As Kouzes and Posner describe it, Challenging the Process encompasses searching for opportunities by seizing the initiative and looking outward for innovative ways to improve and experiment, and taking risks by constantly generating small wins and learning from experience. One should challenge the process not as a naysayer but in pursuit of living the values and striving toward shared aspirations. When the way you’ve always done it doesn’t square with who you are and where you want to go, you want to be free to ask questions and resolve misalignment. It may require a small yet significant change to an existing process or entirely reimagining the situation. As Oren Harari once said, “The electric light did not come from the improvement of candles.” In either case, employ an iterative process, learn as you go, and celebrate small wins.
Peernovation’s Five Factor framework includes having a psychologically safe environment and employees willing to leverage that environment by asking questions, contributing ideas, and challenging the process in the positive pursuit of something larger than themselves. It also requires a commitment to an iterative process, as illustrated in Peernovation’s Learning-Achieving Cycle. As a result of connecting my work with the findings from The Leadership Challenge, it moved me to improve The Learning-Achieving Cycle by adding the word “Celebrating.” Celebrating small wins is essential and deserves to be called out specifically in the model.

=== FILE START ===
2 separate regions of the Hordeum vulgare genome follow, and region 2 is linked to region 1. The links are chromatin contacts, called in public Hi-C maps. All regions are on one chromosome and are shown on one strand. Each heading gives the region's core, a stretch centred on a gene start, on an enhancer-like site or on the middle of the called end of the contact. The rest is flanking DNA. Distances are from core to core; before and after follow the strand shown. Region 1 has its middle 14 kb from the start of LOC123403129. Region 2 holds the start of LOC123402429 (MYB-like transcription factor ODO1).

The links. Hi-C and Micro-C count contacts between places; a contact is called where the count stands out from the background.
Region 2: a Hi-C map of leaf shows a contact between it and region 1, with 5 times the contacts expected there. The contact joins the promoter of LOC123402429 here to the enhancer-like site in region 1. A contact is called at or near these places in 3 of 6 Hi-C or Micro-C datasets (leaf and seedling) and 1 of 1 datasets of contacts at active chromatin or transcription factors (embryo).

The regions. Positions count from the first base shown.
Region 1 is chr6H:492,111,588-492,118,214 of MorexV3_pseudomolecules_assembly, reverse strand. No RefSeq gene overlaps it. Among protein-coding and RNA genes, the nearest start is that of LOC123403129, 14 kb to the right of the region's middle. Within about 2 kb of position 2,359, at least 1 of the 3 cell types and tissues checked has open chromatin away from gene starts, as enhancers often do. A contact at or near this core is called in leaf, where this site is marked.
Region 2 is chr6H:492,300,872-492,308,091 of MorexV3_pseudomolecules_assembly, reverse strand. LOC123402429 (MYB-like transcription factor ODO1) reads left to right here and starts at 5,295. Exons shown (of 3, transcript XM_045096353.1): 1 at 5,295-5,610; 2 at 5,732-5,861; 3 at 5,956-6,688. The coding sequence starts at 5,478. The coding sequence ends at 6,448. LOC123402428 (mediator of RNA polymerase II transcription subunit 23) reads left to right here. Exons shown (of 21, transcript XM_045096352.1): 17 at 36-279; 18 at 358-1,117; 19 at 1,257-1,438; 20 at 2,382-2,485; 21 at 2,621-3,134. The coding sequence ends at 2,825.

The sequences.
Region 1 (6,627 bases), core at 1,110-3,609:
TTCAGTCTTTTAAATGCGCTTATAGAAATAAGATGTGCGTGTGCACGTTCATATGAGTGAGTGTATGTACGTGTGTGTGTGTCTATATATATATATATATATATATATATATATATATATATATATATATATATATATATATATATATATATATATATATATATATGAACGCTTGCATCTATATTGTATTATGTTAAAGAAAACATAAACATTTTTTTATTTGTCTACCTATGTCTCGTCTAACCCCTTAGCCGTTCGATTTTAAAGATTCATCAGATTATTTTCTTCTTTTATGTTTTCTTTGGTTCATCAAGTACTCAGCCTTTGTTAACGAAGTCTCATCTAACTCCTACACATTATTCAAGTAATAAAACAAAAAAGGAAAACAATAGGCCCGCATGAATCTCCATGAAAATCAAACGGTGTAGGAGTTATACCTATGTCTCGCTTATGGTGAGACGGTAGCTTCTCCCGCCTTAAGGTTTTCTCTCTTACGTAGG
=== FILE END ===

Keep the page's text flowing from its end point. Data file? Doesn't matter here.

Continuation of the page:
Enabling Others to Act speaks to building trust, facilitating relationships among team members, increasing self-determination, and developing competence. Doing so requires a certain level of intentionality by all involved. Peernovation’s Five Factor Framework is ideal for guiding conversations that create clarity, build unity, and promote empowerment.
Encouraging the Heart involves expressing appreciation for individual excellence and celebrating values and victories by creating a spirit of community. During my sessions with the wardens and their team members, I asked them to name and describe the best leader they’ve ever had during their careers. In every case, their descriptions always included an element of how that leader encouraged their heart. They waxed poetic about leaders (past and present) because of how they made them feel. All three Peernovation models shown here play a role in promoting how we encourage everyone’s heart.
Yes, I am writing this piece on a Thursday, but Thankful Thursday was a practice among many offered by the wardens and their teams to encourage the heart. It’s a day when everyone writes handwritten notes to one another about something they appreciated in a co-worker during the previous week. Everybody looks forward to it, and best of all, it inspires a spirit of kindness on the other six days, both at work and home.
I am thankful for the time I spent with the Warden Exchange over the past two weeks. I am also grateful for accepting a challenge that helped me reconnect more deeply with The Leadership Challenge and inspired me to (as Adam Grant would say) “Think Again” about Peernovation’s Learning-Achieving Cycle. Learning is an iterative process indeed.
Thank you all.
Written by Leo Bottary.